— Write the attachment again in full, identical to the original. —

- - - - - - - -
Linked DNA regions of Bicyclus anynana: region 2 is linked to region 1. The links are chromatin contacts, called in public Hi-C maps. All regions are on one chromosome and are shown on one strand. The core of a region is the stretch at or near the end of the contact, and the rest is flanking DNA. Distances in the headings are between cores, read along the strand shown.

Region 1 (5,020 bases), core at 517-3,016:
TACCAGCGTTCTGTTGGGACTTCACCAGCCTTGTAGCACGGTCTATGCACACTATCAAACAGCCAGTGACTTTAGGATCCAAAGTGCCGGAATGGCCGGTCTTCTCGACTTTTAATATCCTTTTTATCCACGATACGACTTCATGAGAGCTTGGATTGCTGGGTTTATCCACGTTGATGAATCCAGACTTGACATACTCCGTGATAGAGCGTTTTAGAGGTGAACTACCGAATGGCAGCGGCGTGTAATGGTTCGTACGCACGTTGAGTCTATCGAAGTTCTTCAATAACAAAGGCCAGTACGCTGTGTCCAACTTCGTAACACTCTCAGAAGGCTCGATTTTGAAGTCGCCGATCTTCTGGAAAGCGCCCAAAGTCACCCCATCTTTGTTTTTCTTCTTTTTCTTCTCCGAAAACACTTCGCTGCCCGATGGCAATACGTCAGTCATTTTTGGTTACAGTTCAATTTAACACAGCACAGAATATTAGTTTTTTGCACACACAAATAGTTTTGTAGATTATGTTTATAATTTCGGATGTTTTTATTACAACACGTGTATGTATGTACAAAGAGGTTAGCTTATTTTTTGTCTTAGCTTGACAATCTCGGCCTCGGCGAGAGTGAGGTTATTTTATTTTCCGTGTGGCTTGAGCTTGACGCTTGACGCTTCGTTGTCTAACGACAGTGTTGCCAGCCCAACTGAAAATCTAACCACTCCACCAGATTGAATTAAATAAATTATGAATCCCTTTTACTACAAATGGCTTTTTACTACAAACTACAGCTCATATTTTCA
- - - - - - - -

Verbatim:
Linked DNA regions of Bicyclus anynana: region 2 is linked to region 1. The links are chromatin contacts, called in public Hi-C maps. All regions are on one chromosome and are shown on one strand. The core of a region is the stretch at or near the end of the contact, and the rest is flanking DNA. Distances in the headings are between cores, read along the strand shown.

Region 1 (5,020 bases), core at 517-3,016:
TACCAGCGTTCTGTTGGGACTTCACCAGCCTTGTAGCACGGTCTATGCACACTATCAAACAGCCAGTGACTTTAGGATCCAAAGTGCCGGAATGGCCGGTCTTCTCGACTTTTAATATCCTTTTTATCCACGATACGACTTCATGAGAGCTTGGATTGCTGGGTTTATCCACGTTGATGAATCCAGACTTGACATACTCCGTGATAGAGCGTTTTAGAGGTGAACTACCGAATGGCAGCGGCGTGTAATGGTTCGTACGCACGTTGAGTCTATCGAAGTTCTTCAATAACAAAGGCCAGTACGCTGTGTCCAACTTCGTAACACTCTCAGAAGGCTCGATTTTGAAGTCGCCGATCTTCTGGAAAGCGCCCAAAGTCACCCCATCTTTGTTTTTCTTCTTTTTCTTCTCCGAAAACACTTCGCTGCCCGATGGCAATACGTCAGTCATTTTTGGTTACAGTTCAATTTAACACAGCACAGAATATTAGTTTTTTGCACACACAAATAGTTTTGTAGATTATGTTTATAATTTCGGATGTTTTTATTACAACACGTGTATGTATGTACAAAGAGGTTAGCTTATTTTTTGTCTTAGCTTGACAATCTCGGCCTCGGCGAGAGTGAGGTTATTTTATTTTCCGTGTGGCTTGAGCTTGACGCTTGACGCTTCGTTGTCTAACGACAGTGTTGCCAGCCCAACTGAAAATCTAACCACTCCACCAGATTGAATTAAATAAATTATGAATCCCTTTTACTACAAATGGCTTTTTACTACAAACTACAGCTCATATTTTCA